But it is Stanley’s comments on Boris’ views on Europe that might have a more long-term effect on his son’s leadership credentials. He told an audience of pro-European Tories (of which he is one):
Boris is a very good European, I can tell you that.
Ed Miliband’s op-ed for the FT today on Europe has finally crystallised what each of the parties’ European position will be going into next year’s election. But anyone listening to Douglas Alexander, the shadow foreign secretary on the Today programme this morning would be forgiven for not understanding exactly what Labour’s position is. This is what he said:
The next Labour government will legislate for a lock that guarantees there cannot be a transfer of power from Britain to the European Union in the future without that in/out referendum. It’s an agenda for reform in Europe, not immediate exit from Europe.
So what does this mean, and how does it compare to the other two parties? Read more
For many years, and most noticeably during the tenure of Tony Blair, the UK used to pride itself on acting as a bridge between its partners in the EU and the US.
In the run up to today’s European summit in Brussels, it looked like David Cameron was trying to play the same role. The prime minister struck a powerful note this morning as he entered the Justus Lipsius building, telling journalists he would be there in Ukraine’s “hour of need”, adding:
This matters to people in Britain because we benefit from a world in which countries obey the rules and we also benefit when we enable people like those in Ukraine being able to choose their own future.
Pro-Russian troops in Crimea
As MPs return to Westminster after a tumultuous weekend in Ukraine, recriminations are flying around parliament over who is to blame for allowing Putin to deploy his military forces in Crimea.
For some Tory MPs, the person most at fault is Ed Miliband. By leading his MPs in voting against action in Syria (which would also have meant taking on Russia), he made any western military threat we could issue impotent, they argue. Here, for example, is Sajid Javid, the Treasury minister: Read more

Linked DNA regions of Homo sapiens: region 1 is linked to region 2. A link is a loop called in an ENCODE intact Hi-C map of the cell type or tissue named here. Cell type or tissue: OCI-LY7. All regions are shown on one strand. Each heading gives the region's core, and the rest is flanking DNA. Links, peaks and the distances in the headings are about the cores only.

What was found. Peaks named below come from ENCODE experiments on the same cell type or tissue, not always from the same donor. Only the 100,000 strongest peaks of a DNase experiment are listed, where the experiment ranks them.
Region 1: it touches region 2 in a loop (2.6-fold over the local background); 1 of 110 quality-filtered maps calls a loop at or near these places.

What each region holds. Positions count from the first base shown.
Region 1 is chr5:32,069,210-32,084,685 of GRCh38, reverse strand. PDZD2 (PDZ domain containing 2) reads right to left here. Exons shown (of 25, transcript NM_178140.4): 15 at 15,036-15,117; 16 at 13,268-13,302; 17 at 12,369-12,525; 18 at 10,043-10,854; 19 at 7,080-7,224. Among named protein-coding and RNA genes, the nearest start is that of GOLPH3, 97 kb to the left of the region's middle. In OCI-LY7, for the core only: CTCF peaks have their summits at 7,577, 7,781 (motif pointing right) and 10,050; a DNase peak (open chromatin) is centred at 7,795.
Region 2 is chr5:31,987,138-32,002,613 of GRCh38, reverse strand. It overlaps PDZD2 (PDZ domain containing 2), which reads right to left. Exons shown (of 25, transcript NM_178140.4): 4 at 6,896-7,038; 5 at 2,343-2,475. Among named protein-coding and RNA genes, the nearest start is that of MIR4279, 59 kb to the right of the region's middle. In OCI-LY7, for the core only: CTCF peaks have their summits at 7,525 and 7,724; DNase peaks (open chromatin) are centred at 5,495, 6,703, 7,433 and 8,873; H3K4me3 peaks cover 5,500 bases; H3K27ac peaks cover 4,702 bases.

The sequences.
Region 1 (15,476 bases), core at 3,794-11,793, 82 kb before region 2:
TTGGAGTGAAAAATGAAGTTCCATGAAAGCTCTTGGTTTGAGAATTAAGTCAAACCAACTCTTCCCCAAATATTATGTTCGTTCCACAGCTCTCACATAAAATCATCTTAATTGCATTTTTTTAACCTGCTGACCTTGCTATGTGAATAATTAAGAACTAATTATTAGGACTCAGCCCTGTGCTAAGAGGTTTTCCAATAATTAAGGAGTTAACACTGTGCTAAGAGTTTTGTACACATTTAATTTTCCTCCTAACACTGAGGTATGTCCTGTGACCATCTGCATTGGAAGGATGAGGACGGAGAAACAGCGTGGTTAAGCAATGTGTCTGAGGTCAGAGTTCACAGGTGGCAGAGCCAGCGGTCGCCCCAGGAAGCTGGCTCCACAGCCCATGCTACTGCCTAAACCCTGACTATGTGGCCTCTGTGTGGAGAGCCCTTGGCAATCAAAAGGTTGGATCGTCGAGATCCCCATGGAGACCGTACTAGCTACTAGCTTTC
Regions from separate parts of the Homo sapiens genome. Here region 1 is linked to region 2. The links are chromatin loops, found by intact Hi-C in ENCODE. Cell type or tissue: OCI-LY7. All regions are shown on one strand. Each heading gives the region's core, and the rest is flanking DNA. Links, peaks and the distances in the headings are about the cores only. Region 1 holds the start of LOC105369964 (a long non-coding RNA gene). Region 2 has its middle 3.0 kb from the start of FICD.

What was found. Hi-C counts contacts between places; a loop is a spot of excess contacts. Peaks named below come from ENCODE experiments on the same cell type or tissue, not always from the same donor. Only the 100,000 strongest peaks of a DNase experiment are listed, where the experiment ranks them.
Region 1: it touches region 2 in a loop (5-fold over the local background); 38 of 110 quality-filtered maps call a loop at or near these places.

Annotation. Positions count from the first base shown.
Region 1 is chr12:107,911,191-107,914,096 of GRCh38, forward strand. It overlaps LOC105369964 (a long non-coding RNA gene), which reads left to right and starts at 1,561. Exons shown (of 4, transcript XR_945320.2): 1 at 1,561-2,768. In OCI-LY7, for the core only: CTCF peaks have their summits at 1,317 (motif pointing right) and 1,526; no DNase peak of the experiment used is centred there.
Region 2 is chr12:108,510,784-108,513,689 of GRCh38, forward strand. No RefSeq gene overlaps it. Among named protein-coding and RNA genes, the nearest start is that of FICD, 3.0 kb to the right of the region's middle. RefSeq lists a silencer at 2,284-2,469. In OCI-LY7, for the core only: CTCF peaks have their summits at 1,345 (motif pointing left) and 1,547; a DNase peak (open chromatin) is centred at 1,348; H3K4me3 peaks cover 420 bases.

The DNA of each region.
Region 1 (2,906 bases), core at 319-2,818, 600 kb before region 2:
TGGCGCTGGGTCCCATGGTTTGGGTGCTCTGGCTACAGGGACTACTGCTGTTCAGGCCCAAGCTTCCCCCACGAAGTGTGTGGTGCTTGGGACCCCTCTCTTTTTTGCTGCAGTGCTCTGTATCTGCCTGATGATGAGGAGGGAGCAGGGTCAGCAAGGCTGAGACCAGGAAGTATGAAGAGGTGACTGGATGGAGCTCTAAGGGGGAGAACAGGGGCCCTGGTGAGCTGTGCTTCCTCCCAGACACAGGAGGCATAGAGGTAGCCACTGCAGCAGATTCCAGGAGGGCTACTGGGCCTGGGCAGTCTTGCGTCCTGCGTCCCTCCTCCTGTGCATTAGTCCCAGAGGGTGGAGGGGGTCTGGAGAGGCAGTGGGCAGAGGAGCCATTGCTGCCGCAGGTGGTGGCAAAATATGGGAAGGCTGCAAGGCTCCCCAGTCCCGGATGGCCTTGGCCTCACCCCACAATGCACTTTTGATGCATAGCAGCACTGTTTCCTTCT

The prime minister surprised the Westminster press corps yesterday when he held a press conference to spell out his action to tackle flooding. It wasn’t just the press conference that surprised – it has been 238 days since his last at Downing Street – but what he said. He told reporters:
Money is no object in this relief effort. Whatever money is needed for, it will be spent.
He repeated that pledge at today’s PMQs, promising a string of spending measures to help relieve the burden on families and businesses. They include: Read more
One of the government’s main tax-cutting drives has been to encourage councils to keep tax rises to a minimum. Ministers have done this in two ways: firstly, by giving councils a cash incentive to freeze council tax; and secondly, by forcing any council that wants to raise tax by 2 per cent or more to put it to a local referendum.
Since that policy began, Eric Pickles, the local government secretary, has been irritated (but perhaps not surprised) to see dozens of councils raising tax by 1.99 per cent – just below the threshold. So recently, as revealed last week in the FT, he began pushing for a lower limit of 1.5 per cent. Read more